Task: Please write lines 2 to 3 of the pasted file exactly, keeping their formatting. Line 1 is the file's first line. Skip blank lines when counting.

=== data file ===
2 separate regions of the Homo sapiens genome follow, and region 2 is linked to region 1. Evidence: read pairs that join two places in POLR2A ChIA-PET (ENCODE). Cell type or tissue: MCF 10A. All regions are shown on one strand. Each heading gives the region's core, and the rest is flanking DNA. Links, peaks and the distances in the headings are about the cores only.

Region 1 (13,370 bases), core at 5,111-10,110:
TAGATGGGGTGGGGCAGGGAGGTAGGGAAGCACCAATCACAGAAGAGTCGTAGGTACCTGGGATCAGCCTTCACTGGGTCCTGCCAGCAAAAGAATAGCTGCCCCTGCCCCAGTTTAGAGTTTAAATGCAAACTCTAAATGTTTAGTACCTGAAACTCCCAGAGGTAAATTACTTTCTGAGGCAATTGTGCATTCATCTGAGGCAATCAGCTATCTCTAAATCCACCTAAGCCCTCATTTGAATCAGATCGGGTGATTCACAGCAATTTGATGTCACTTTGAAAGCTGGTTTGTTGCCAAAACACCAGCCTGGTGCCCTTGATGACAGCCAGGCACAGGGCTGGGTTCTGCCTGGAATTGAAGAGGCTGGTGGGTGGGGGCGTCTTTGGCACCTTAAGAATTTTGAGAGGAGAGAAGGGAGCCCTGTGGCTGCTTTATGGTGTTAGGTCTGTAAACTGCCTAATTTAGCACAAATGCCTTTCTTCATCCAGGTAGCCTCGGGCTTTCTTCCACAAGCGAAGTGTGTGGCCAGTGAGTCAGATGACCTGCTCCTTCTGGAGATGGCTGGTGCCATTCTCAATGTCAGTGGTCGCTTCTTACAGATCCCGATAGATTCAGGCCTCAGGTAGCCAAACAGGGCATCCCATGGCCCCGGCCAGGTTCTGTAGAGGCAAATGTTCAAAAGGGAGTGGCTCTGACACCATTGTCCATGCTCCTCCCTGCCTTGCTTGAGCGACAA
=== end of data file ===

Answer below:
Region 1 (13,370 bases), core at 5,111-10,110:
TAGATGGGGTGGGGCAGGGAGGTAGGGAAGCACCAATCACAGAAGAGTCGTAGGTACCTGGGATCAGCCTTCACTGGGTCCTGCCAGCAAAAGAATAGCTGCCCCTGCCCCAGTTTAGAGTTTAAATGCAAACTCTAAATGTTTAGTACCTGAAACTCCCAGAGGTAAATTACTTTCTGAGGCAATTGTGCATTCATCTGAGGCAATCAGCTATCTCTAAATCCACCTAAGCCCTCATTTGAATCAGATCGGGTGATTCACAGCAATTTGATGTCACTTTGAAAGCTGGTTTGTTGCCAAAACACCAGCCTGGTGCCCTTGATGACAGCCAGGCACAGGGCTGGGTTCTGCCTGGAATTGAAGAGGCTGGTGGGTGGGGGCGTCTTTGGCACCTTAAGAATTTTGAGAGGAGAGAAGGGAGCCCTGTGGCTGCTTTATGGTGTTAGGTCTGTAAACTGCCTAATTTAGCACAAATGCCTTTCTTCATCCAGGTAGCCTCGGGCTTTCTTCCACAAGCGAAGTGTGTGGCCAGTGAGTCAGATGACCTGCTCCTTCTGGAGATGGCTGGTGCCATTCTCAATGTCAGTGGTCGCTTCTTACAGATCCCGATAGATTCAGGCCTCAGGTAGCCAAACAGGGCATCCCATGGCCCCGGCCAGGTTCTGTAGAGGCAAATGTTCAAAAGGGAGTGGCTCTGACACCATTGTCCATGCTCCTCCCTGCCTTGCTTGAGCGACAA